While the intra-subject variability in reaction time (ISVRT) is viewed as a promising behavioral endophenotype for bipolar disorder (BD), no studies to date have examined the neural correlates of ISVRT in BD, but the studies in healthy individuals have served as the ground work for such a study to occur. Also, very few functional magnetic resonance imaging (fMRI) studies have been performed to examine the neural endophenotype in individuals with BD, and in those at high risk or at low risk for BD.
ISVRT is a heritable index of sustained attention deficits that can exist in both manic and euthymic adults with BD. In their study, Pagliaccio and colleagues sought to examine the neuroimaging studies of individuals that are diagnosed with BD in order to determine variations in attention across three different groups. Even though attention deficits are a BD endophenotype, no studies to date have made this comparison across low-risk, at-risk, and individuals who were diagnosed with BD.
The researchers examined 106 participants, aged 8 to 25 years, who had completed a fMRI attention focused task. The participants were a mixture of individuals with BD (n=24), those at risk based on a first degree relative with BD (n=29), and those individuals who were considered healthy and low risk (n=53). The difference among these individuals on ISVRT in reaction time was explored, as well as the connection between reaction time and brain activity, which had not been previously examined in those with BD or those considered to be at risk for BD.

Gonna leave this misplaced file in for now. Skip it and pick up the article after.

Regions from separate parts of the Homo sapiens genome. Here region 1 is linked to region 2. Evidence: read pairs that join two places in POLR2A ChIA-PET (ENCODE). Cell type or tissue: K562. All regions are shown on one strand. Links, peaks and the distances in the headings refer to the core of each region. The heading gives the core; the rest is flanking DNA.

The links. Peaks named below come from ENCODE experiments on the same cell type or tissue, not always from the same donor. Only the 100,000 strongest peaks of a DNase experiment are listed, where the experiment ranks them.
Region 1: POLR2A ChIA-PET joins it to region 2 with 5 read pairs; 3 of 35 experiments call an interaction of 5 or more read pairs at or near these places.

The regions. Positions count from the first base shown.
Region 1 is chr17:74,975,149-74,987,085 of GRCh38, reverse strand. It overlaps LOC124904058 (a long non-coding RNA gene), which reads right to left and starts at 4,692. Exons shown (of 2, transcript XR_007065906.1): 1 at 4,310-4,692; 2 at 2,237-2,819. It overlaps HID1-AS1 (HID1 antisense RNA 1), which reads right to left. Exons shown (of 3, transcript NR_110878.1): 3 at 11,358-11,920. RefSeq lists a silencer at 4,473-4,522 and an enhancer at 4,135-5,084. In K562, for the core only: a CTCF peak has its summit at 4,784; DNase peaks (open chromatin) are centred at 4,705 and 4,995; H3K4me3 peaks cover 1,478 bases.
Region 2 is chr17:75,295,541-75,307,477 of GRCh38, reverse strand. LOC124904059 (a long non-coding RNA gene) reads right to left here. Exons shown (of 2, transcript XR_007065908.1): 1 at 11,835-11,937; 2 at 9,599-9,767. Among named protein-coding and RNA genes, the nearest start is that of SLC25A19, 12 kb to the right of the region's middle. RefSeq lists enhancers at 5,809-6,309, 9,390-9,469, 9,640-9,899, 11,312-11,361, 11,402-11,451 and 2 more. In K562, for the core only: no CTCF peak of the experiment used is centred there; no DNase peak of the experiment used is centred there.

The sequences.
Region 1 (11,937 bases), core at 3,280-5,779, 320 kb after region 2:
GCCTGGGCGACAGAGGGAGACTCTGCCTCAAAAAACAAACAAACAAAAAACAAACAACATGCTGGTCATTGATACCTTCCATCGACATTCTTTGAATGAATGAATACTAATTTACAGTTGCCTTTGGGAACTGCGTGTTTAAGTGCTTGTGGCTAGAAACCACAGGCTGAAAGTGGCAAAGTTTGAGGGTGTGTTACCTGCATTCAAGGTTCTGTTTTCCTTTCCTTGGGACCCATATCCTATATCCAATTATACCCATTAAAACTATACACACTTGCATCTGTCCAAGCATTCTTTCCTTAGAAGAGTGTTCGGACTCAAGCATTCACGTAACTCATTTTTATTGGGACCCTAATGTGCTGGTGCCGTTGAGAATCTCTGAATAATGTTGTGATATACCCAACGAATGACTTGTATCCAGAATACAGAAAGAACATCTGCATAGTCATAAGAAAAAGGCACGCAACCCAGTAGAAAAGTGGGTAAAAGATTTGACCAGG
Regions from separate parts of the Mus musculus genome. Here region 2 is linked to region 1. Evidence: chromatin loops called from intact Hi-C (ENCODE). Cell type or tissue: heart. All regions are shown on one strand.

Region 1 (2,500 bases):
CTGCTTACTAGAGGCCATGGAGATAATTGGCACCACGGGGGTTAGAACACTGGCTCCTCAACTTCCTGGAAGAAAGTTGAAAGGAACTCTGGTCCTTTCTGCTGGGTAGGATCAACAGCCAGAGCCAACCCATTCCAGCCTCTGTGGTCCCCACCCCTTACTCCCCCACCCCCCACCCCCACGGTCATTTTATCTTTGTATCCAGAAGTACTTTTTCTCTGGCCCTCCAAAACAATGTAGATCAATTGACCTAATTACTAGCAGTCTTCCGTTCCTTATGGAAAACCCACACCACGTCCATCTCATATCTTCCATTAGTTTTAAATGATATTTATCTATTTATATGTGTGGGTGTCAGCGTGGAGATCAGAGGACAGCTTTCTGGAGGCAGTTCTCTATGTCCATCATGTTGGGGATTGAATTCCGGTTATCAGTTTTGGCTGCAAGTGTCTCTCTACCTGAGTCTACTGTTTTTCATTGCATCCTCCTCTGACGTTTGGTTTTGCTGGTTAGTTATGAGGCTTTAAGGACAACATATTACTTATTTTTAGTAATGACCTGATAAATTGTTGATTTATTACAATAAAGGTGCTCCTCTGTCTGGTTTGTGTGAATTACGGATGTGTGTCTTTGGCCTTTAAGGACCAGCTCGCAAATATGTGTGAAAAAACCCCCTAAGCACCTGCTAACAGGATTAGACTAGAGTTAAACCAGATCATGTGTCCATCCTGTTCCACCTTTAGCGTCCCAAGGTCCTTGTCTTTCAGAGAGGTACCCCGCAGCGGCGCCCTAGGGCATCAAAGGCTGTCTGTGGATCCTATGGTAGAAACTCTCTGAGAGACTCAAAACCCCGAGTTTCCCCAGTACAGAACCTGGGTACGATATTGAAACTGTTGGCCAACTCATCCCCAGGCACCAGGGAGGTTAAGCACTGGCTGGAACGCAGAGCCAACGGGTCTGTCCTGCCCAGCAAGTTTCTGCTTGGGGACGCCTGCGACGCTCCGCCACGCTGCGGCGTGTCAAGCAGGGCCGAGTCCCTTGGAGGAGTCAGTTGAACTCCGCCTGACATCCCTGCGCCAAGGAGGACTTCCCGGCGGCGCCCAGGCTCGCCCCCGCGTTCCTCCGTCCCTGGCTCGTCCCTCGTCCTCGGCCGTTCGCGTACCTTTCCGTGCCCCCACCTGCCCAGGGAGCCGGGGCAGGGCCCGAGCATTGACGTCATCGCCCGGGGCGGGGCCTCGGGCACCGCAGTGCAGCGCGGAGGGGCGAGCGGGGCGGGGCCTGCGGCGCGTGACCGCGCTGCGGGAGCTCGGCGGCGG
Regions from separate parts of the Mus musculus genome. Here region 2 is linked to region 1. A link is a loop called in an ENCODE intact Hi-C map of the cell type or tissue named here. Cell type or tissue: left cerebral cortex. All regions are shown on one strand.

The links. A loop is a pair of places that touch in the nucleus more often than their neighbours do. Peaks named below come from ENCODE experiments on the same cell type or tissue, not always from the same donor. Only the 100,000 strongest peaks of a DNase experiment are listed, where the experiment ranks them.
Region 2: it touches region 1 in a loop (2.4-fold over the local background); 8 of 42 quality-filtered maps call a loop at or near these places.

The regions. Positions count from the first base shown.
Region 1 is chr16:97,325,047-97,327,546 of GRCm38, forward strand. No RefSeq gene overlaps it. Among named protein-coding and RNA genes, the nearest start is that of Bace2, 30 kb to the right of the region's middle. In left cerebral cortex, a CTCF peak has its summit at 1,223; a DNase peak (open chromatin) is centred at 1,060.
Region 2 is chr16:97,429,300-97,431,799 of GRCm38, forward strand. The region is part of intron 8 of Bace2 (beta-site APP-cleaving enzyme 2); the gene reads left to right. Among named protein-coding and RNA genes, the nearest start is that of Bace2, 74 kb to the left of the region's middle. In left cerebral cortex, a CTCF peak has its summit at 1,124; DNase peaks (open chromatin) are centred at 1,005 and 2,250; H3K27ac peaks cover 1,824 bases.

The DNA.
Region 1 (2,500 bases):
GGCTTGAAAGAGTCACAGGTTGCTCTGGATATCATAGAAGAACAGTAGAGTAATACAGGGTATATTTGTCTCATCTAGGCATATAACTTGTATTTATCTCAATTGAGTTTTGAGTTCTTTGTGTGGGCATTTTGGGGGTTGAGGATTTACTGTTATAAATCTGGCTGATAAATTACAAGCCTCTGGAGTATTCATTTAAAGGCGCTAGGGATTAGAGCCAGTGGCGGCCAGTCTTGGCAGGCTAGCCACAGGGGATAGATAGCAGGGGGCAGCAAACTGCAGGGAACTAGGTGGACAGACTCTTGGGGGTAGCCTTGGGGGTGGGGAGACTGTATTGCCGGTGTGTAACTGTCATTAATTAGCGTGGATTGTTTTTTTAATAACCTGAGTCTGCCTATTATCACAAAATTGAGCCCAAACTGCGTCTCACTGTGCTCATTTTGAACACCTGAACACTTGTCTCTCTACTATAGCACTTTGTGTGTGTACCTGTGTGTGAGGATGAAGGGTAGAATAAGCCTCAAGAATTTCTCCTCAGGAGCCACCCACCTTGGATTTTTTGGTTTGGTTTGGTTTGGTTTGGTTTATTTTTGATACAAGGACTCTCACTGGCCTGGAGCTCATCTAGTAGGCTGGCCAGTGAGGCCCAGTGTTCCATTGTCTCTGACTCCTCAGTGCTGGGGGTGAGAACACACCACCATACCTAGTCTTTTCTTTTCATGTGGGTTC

Findings indicate that individuals with BD or those at risk for BD showed increased reaction time variability and the presence of a diminished relationship between reaction time and brain activity in several areas. The blunting across brain regions of the frontal, cingulate, and striatal area was identified in participants who were at risk and in euthymic individuals with BD. The results suggest that the presence of increased ISVRT and blunted RT-blood-oxygen-level dependent signal (BOLD) may be useful endophenotypes for BD. Additionally, the replication of this study’s results across other behavioral paradigms may assist in the early identification, prediction, diagnosis and potential prevention in of those that are considered to be at risk.
Pagliaccio D, Wiggins JL, Adleman NE, et al. Behavioral and neural sustained attention deficits in bipolar disorder and familial risk for bipolar disorder. Biol Psychiatry. 2016. doi: 10.1016/j.biopsych.2016.09.006. [Epub ahead of print]